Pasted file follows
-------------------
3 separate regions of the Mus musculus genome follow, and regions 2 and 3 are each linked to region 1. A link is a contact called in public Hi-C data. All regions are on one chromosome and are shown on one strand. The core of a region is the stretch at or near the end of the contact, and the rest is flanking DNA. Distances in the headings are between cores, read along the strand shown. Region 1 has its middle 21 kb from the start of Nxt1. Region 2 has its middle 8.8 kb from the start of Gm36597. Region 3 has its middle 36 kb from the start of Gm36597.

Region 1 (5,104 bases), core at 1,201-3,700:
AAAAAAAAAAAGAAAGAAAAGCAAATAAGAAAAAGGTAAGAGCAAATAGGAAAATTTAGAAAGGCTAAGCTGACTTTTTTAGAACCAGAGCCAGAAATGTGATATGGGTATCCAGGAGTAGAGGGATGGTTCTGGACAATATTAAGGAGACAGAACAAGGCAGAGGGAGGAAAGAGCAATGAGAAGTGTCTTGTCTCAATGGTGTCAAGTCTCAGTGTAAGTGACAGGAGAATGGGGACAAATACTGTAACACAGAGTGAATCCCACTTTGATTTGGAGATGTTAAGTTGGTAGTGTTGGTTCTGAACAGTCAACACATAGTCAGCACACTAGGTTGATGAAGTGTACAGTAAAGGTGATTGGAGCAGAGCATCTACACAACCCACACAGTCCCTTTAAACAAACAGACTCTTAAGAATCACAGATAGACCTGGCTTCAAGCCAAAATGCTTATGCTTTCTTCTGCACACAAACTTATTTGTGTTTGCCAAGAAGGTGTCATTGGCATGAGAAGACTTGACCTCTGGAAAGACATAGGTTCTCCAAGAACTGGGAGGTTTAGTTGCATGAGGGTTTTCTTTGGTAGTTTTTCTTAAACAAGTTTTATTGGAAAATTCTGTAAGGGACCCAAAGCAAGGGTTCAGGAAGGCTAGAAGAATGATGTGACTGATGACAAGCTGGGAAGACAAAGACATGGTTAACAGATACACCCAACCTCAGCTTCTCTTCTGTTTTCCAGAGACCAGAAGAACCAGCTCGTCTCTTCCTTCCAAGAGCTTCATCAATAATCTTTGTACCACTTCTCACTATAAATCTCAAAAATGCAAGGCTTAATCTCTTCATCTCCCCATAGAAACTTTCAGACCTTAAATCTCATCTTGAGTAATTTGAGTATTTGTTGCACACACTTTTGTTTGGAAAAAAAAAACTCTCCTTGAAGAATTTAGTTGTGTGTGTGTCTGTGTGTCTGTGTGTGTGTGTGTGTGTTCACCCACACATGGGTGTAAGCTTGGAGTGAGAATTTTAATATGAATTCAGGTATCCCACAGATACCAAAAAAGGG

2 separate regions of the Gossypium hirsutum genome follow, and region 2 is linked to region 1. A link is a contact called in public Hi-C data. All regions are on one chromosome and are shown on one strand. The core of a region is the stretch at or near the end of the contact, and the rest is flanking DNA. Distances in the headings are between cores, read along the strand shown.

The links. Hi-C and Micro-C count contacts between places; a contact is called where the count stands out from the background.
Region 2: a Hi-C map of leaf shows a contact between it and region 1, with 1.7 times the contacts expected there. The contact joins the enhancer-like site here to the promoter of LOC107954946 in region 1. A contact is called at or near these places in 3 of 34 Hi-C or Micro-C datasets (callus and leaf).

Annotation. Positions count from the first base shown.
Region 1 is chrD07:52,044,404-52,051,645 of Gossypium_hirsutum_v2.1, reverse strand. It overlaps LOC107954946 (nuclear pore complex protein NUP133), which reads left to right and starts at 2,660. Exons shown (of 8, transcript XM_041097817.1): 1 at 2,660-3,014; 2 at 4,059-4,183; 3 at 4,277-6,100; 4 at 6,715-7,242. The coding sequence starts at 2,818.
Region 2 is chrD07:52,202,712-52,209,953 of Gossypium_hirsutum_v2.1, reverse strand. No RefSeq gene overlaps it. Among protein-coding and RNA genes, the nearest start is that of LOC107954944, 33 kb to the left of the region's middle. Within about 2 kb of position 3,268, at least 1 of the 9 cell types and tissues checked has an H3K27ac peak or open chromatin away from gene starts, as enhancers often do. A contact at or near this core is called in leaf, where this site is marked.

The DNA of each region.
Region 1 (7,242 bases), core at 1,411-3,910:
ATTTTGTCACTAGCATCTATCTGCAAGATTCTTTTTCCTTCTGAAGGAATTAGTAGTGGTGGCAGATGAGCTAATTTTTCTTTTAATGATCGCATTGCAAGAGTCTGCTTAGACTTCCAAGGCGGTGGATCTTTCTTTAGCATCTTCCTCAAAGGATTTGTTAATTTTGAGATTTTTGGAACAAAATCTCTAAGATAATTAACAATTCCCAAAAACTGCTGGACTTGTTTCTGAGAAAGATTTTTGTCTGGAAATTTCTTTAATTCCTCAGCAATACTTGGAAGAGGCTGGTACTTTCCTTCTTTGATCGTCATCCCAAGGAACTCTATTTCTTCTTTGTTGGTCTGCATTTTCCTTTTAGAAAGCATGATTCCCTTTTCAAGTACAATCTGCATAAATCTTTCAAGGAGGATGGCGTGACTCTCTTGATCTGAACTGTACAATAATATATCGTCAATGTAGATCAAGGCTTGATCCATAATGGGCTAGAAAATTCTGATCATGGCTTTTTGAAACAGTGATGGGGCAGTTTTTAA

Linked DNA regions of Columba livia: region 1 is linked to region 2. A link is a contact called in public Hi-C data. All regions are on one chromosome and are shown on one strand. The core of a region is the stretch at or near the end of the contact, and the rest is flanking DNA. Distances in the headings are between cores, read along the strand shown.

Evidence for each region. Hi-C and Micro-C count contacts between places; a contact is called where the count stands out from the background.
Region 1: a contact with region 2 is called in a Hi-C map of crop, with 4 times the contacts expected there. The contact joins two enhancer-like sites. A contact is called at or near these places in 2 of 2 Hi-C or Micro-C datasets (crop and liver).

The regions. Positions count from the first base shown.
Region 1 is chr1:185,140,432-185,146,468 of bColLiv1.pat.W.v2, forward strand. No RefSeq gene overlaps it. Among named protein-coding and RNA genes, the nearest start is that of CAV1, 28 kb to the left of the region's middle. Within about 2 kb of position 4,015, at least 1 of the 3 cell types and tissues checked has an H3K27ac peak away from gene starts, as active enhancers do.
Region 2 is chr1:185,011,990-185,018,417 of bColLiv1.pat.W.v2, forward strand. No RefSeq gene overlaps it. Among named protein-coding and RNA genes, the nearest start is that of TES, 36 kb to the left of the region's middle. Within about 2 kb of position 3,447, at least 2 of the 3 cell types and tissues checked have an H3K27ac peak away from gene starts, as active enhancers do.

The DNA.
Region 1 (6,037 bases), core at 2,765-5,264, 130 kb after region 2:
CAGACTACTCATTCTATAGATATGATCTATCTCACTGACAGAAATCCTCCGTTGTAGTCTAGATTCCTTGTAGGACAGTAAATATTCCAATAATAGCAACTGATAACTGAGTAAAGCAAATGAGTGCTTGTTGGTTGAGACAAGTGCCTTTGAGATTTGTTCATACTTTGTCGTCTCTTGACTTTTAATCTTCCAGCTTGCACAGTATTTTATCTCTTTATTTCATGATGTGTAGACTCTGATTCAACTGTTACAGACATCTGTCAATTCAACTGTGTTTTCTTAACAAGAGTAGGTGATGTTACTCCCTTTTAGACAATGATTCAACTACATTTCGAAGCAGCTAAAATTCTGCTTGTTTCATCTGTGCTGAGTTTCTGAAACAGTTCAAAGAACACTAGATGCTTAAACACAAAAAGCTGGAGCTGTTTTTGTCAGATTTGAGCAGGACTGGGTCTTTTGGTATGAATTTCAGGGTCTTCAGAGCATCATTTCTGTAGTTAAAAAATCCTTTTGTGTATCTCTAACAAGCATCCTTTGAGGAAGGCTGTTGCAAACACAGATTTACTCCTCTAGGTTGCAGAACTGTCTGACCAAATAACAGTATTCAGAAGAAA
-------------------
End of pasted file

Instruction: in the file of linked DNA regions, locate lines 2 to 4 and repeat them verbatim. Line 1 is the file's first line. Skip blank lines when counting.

Region 1 (5,104 bases), core at 1,201-3,700:
AAAAAAAAAAAGAAAGAAAAGCAAATAAGAAAAAGGTAAGAGCAAATAGGAAAATTTAGAAAGGCTAAGCTGACTTTTTTAGAACCAGAGCCAGAAATGTGATATGGGTATCCAGGAGTAGAGGGATGGTTCTGGACAATATTAAGGAGACAGAACAAGGCAGAGGGAGGAAAGAGCAATGAGAAGTGTCTTGTCTCAATGGTGTCAAGTCTCAGTGTAAGTGACAGGAGAATGGGGACAAATACTGTAACACAGAGTGAATCCCACTTTGATTTGGAGATGTTAAGTTGGTAGTGTTGGTTCTGAACAGTCAACACATAGTCAGCACACTAGGTTGATGAAGTGTACAGTAAAGGTGATTGGAGCAGAGCATCTACACAACCCACACAGTCCCTTTAAACAAACAGACTCTTAAGAATCACAGATAGACCTGGCTTCAAGCCAAAATGCTTATGCTTTCTTCTGCACACAAACTTATTTGTGTTTGCCAAGAAGGTGTCATTGGCATGAGAAGACTTGACCTCTGGAAAGACATAGGTTCTCCAAGAACTGGGAGGTTTAGTTGCATGAGGGTTTTCTTTGGTAGTTTTTCTTAAACAAGTTTTATTGGAAAATTCTGTAAGGGACCCAAAGCAAGGGTTCAGGAAGGCTAGAAGAATGATGTGACTGATGACAAGCTGGGAAGACAAAGACATGGTTAACAGATACACCCAACCTCAGCTTCTCTTCTGTTTTCCAGAGACCAGAAGAACCAGCTCGTCTCTTCCTTCCAAGAGCTTCATCAATAATCTTTGTACCACTTCTCACTATAAATCTCAAAAATGCAAGGCTTAATCTCTTCATCTCCCCATAGAAACTTTCAGACCTTAAATCTCATCTTGAGTAATTTGAGTATTTGTTGCACACACTTTTGTTTGGAAAAAAAAAACTCTCCTTGAAGAATTTAGTTGTGTGTGTGTCTGTGTGTCTGTGTGTGTGTGTGTGTGTTCACCCACACATGGGTGTAAGCTTGGAGTGAGAATTTTAATATGAATTCAGGTATCCCACAGATACCAAAAAAGGG

2 separate regions of the Gossypium hirsutum genome follow, and region 2 is linked to region 1. A link is a contact called in public Hi-C data. All regions are on one chromosome and are shown on one strand. The core of a region is the stretch at or near the end of the contact, and the rest is flanking DNA. Distances in the headings are between cores, read along the strand shown.